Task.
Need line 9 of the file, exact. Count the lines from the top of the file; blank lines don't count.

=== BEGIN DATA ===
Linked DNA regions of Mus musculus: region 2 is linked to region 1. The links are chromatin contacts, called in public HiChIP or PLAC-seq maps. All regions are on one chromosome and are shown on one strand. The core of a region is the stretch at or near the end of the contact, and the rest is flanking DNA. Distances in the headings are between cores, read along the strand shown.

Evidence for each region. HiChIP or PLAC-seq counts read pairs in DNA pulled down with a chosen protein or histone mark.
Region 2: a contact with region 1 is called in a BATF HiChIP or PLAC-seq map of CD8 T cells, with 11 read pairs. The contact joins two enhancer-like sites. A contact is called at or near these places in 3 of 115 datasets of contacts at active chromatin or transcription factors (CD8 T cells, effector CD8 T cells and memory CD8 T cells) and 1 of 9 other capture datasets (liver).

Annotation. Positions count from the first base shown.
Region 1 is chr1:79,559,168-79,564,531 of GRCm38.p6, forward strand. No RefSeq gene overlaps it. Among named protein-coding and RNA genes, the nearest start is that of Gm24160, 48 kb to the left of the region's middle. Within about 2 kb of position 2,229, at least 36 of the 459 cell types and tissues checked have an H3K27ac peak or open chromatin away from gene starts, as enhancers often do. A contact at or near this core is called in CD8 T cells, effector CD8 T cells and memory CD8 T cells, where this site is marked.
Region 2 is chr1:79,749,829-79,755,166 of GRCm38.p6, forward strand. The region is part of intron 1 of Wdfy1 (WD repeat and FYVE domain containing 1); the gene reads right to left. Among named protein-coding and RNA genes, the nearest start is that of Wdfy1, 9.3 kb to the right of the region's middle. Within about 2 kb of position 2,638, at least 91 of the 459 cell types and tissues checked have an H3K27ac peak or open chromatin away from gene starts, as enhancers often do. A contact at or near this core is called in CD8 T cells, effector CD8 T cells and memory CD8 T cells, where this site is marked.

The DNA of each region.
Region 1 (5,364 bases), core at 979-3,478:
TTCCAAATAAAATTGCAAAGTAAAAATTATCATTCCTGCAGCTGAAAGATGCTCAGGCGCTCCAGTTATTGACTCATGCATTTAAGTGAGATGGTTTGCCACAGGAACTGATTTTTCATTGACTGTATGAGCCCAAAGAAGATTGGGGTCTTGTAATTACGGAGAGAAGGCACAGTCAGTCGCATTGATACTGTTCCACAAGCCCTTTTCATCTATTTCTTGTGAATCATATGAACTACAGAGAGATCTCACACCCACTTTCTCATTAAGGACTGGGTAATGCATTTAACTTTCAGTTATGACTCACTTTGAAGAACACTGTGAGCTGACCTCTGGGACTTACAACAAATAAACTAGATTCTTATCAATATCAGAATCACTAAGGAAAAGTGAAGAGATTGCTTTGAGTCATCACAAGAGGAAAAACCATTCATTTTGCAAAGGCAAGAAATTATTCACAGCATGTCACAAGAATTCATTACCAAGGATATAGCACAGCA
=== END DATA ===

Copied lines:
TTCCAAATAAAATTGCAAAGTAAAAATTATCATTCCTGCAGCTGAAAGATGCTCAGGCGCTCCAGTTATTGACTCATGCATTTAAGTGAGATGGTTTGCCACAGGAACTGATTTTTCATTGACTGTATGAGCCCAAAGAAGATTGGGGTCTTGTAATTACGGAGAGAAGGCACAGTCAGTCGCATTGATACTGTTCCACAAGCCCTTTTCATCTATTTCTTGTGAATCATATGAACTACAGAGAGATCTCACACCCACTTTCTCATTAAGGACTGGGTAATGCATTTAACTTTCAGTTATGACTCACTTTGAAGAACACTGTGAGCTGACCTCTGGGACTTACAACAAATAAACTAGATTCTTATCAATATCAGAATCACTAAGGAAAAGTGAAGAGATTGCTTTGAGTCATCACAAGAGGAAAAACCATTCATTTTGCAAAGGCAAGAAATTATTCACAGCATGTCACAAGAATTCATTACCAAGGATATAGCACAGCA